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While the talented Watters brothers are the motivating force behind this generally admirable new release from Arizona–based Summit Records, it is the enterprising rhythm section that almost steals the show, with pianist Werner a particular standout on track after track. Not that the brothers don’t declaim with authority; they do — especially on their respective features (trombonist Harry on “Getting Sentimental” and “Trinidad,” trumpeter Ken on “Sentimental Mood”). But their voices are somewhat dampened by the recording mix, whose excessive reverb makes the horns sound relatively distant and detached. Werner, meanwhile, shapes a series of well–designed solos and comps with typical modesty and awareness. Colley’s booming bass provides an unerring compass, and Neumann ably directs traffic without trespassing on anyone’s space. As for the brothers, Harry straddles the fence between modern and traditional (as befits a former member and leader of the Dukes of Dixieland), awakening memories of Tommy Dorsey on “Getting Sentimental,” while Ken observes the music through an unbending contemporary lens modeled after his favorite trumpeters, Tim Hagans and the late Woody Shaw. The brothers complement one another well, so much so that one might assume they’d been together all their lives. Actually, Ken and Harry parted company after studying at North Texas State (now the University of North Texas), and this is the first time they’ve teamed up on record. They should do so more often. Ken wrote three perky songs for the occasion (“The Girls Back Home,“ “Diversion,” “Close to the Vest”) and Harry contributed the amiable ballad “Trinidad.” The seven standards are enlivened by shifting time signatures and such refreshing touches as the New Orleans–flavored treatment of “What Is This Thing Called Love.” While neither Ken nor Harry is — or claims to be — an original voice on his horn, they are seasoned players who’ve fashioned an engaging family reunion that is worth attending.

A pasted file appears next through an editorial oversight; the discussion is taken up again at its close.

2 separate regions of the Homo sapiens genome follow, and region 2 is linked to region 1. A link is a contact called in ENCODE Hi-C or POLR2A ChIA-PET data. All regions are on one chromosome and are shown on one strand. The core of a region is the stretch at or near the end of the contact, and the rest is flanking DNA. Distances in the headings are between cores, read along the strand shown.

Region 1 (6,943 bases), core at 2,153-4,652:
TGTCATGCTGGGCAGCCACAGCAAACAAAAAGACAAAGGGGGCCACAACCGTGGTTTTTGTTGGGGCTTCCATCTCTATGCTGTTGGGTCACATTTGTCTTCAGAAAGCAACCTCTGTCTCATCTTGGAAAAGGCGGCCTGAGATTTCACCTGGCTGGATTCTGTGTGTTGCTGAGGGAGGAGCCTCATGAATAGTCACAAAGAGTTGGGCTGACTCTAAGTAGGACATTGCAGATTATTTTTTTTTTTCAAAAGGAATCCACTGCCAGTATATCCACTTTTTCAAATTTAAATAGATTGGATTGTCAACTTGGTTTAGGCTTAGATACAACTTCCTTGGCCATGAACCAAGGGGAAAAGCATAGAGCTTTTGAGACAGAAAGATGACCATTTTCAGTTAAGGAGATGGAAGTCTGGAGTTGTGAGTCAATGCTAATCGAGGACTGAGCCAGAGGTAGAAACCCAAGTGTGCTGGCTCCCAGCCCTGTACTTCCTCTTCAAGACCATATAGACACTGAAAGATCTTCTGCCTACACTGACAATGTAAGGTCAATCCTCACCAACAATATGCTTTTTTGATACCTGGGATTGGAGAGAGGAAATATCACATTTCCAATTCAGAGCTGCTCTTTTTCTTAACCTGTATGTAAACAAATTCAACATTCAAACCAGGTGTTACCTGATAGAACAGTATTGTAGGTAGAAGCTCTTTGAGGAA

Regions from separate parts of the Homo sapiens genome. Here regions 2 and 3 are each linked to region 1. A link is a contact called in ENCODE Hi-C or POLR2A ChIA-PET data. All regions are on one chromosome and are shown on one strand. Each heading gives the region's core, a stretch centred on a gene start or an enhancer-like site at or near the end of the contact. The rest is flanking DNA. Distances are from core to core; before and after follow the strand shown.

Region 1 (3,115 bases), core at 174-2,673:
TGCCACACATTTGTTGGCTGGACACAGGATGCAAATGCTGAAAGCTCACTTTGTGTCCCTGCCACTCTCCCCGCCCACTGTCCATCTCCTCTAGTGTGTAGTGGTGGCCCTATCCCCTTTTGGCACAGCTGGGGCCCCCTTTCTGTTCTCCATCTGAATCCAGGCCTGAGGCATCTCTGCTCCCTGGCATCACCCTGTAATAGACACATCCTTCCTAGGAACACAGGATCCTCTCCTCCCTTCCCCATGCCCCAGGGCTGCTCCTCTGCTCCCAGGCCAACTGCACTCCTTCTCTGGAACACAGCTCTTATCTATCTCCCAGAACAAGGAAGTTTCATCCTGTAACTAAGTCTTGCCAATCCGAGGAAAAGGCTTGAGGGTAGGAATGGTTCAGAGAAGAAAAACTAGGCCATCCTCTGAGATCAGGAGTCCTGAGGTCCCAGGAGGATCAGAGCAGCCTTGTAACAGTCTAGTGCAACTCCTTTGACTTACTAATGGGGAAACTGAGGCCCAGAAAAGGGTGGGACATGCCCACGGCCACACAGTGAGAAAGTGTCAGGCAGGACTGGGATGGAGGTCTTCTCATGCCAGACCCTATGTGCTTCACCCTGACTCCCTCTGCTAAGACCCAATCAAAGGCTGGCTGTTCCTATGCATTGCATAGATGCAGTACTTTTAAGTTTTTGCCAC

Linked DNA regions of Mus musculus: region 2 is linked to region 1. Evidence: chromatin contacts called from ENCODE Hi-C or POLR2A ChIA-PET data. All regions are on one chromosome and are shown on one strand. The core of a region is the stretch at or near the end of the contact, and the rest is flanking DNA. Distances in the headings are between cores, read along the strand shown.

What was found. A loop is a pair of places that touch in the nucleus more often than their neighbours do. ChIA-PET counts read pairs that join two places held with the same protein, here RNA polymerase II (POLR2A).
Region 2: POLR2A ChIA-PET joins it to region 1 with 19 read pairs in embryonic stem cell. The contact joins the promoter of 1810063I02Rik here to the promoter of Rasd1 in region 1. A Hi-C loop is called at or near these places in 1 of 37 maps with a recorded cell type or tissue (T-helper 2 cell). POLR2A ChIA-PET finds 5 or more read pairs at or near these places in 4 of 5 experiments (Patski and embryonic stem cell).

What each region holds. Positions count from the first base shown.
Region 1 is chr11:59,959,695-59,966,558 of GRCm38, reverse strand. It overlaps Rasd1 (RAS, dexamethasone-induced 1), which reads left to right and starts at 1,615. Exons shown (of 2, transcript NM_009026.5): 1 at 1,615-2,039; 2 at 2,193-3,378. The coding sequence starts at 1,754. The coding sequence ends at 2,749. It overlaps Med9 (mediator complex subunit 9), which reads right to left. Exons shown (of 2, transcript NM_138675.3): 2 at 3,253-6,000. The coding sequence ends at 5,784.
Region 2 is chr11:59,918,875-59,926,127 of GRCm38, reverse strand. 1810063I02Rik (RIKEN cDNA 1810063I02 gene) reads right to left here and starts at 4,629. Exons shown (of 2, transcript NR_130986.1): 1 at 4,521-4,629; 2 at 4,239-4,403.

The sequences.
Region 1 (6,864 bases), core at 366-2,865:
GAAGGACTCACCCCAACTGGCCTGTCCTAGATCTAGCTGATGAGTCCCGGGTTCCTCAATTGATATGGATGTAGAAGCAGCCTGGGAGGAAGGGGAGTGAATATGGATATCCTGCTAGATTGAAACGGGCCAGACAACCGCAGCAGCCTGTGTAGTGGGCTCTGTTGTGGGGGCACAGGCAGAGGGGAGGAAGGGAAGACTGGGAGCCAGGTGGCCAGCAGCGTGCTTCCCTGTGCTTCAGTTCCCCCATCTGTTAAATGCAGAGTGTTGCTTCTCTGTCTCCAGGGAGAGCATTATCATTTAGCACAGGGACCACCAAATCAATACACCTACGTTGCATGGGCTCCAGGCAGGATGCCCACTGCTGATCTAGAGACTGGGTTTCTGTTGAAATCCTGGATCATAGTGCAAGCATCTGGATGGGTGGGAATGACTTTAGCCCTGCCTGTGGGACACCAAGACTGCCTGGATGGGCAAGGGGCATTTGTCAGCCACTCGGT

Track listing: The Girls Back Home; I’m Getting Sentimental Over You; Autumn Leaves; Diversion; Moonlight in Vermont; What Is This Thing Called Love; Close to the Vest; Trinidad; Body and Soul; In a Sentimental Mood; Over the Rainbow; The Girls Back Home (radio edit) (72:55).
Ken Watters, trumpet; Harry Watters, trombone; Kenny Werner, piano; Scott Colley, acoustic bass; Scott Neumann, drums.
Contact: Summit Records, Box 26850, Tempe, AZ 85285 (www.summitrecords.com).
I love jazz because anything is possible; it has few rules and the best jazz breaks those ones. I prefer free improv because it doesn't really have any rules at all.
I was first exposed to jazz in my teens (in the late sixties).
The first jazz record I bought was Filles de Kilimanjaro by Miles Davis, shortly followed by Extrapolation by John McLaughlin.
My advice to new listeners is to listen as widely as possible and not to make snap judgments--stick with it.